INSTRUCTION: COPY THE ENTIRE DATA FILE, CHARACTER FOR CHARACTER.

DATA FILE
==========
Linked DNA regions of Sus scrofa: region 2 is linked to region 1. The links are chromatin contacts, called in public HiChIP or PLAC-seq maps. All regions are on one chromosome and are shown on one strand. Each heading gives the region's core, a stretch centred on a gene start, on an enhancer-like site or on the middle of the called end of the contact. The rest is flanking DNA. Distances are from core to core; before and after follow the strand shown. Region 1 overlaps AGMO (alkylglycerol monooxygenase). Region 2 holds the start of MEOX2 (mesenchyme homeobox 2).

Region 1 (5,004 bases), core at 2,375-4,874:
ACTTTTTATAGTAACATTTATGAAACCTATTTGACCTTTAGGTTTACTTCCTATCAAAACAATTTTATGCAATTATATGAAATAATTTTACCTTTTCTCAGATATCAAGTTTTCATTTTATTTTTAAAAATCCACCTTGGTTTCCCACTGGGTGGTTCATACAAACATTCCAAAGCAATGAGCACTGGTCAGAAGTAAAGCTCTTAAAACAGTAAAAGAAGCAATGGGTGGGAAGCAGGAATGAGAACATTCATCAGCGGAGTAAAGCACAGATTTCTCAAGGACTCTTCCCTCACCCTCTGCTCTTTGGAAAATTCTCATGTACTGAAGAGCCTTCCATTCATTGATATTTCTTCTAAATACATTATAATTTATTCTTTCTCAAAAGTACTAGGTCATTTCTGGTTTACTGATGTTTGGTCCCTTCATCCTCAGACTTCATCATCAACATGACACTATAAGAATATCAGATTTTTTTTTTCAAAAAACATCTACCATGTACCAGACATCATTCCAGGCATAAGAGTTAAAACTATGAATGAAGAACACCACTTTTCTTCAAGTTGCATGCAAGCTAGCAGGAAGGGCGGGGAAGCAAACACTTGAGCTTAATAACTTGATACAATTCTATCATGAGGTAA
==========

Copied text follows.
Linked DNA regions of Sus scrofa: region 2 is linked to region 1. The links are chromatin contacts, called in public HiChIP or PLAC-seq maps. All regions are on one chromosome and are shown on one strand. Each heading gives the region's core, a stretch centred on a gene start, on an enhancer-like site or on the middle of the called end of the contact. The rest is flanking DNA. Distances are from core to core; before and after follow the strand shown. Region 1 overlaps AGMO (alkylglycerol monooxygenase). Region 2 holds the start of MEOX2 (mesenchyme homeobox 2).

Region 1 (5,004 bases), core at 2,375-4,874:
ACTTTTTATAGTAACATTTATGAAACCTATTTGACCTTTAGGTTTACTTCCTATCAAAACAATTTTATGCAATTATATGAAATAATTTTACCTTTTCTCAGATATCAAGTTTTCATTTTATTTTTAAAAATCCACCTTGGTTTCCCACTGGGTGGTTCATACAAACATTCCAAAGCAATGAGCACTGGTCAGAAGTAAAGCTCTTAAAACAGTAAAAGAAGCAATGGGTGGGAAGCAGGAATGAGAACATTCATCAGCGGAGTAAAGCACAGATTTCTCAAGGACTCTTCCCTCACCCTCTGCTCTTTGGAAAATTCTCATGTACTGAAGAGCCTTCCATTCATTGATATTTCTTCTAAATACATTATAATTTATTCTTTCTCAAAAGTACTAGGTCATTTCTGGTTTACTGATGTTTGGTCCCTTCATCCTCAGACTTCATCATCAACATGACACTATAAGAATATCAGATTTTTTTTTTCAAAAAACATCTACCATGTACCAGACATCATTCCAGGCATAAGAGTTAAAACTATGAATGAAGAACACCACTTTTCTTCAAGTTGCATGCAAGCTAGCAGGAAGGGCGGGGAAGCAAACACTTGAGCTTAATAACTTGATACAATTCTATCATGAGGTAA